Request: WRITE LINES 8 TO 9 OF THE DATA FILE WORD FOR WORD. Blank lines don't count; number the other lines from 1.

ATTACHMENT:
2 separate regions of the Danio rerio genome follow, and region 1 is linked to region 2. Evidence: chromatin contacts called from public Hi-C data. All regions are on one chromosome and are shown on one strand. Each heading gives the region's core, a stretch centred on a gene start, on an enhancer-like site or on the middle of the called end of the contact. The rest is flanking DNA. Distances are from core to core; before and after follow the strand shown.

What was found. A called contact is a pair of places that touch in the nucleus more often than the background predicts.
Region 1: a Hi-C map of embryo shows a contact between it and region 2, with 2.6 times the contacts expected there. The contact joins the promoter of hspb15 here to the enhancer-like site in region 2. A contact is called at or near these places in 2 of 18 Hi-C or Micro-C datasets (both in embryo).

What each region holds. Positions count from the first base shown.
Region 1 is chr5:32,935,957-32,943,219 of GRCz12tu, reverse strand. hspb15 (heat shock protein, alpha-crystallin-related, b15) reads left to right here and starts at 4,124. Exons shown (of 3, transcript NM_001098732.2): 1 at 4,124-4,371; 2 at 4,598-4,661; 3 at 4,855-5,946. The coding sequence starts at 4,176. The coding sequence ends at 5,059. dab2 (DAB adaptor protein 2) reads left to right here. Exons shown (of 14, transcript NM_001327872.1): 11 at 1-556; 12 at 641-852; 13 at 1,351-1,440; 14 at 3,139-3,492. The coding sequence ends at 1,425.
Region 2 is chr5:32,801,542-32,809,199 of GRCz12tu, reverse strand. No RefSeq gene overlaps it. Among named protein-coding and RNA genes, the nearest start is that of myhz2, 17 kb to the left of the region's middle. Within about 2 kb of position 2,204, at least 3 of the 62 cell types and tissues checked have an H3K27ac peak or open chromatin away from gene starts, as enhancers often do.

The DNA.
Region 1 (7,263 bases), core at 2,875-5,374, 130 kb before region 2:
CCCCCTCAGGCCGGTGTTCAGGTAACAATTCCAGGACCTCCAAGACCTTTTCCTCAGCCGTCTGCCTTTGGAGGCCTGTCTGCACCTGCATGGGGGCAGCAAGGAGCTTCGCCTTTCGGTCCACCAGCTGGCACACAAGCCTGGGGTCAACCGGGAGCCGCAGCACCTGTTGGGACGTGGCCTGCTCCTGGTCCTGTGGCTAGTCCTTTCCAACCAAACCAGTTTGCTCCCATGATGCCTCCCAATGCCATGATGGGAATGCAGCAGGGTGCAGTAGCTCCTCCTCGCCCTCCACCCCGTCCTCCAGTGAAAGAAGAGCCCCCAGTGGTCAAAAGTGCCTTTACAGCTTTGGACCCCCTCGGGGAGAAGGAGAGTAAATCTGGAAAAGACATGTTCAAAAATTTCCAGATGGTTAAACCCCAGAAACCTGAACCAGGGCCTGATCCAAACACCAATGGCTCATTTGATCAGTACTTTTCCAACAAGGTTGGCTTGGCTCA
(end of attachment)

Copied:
Region 1 (7,263 bases), core at 2,875-5,374, 130 kb before region 2:
CCCCCTCAGGCCGGTGTTCAGGTAACAATTCCAGGACCTCCAAGACCTTTTCCTCAGCCGTCTGCCTTTGGAGGCCTGTCTGCACCTGCATGGGGGCAGCAAGGAGCTTCGCCTTTCGGTCCACCAGCTGGCACACAAGCCTGGGGTCAACCGGGAGCCGCAGCACCTGTTGGGACGTGGCCTGCTCCTGGTCCTGTGGCTAGTCCTTTCCAACCAAACCAGTTTGCTCCCATGATGCCTCCCAATGCCATGATGGGAATGCAGCAGGGTGCAGTAGCTCCTCCTCGCCCTCCACCCCGTCCTCCAGTGAAAGAAGAGCCCCCAGTGGTCAAAAGTGCCTTTACAGCTTTGGACCCCCTCGGGGAGAAGGAGAGTAAATCTGGAAAAGACATGTTCAAAAATTTCCAGATGGTTAAACCCCAGAAACCTGAACCAGGGCCTGATCCAAACACCAATGGCTCATTTGATCAGTACTTTTCCAACAAGGTTGGCTTGGCTCA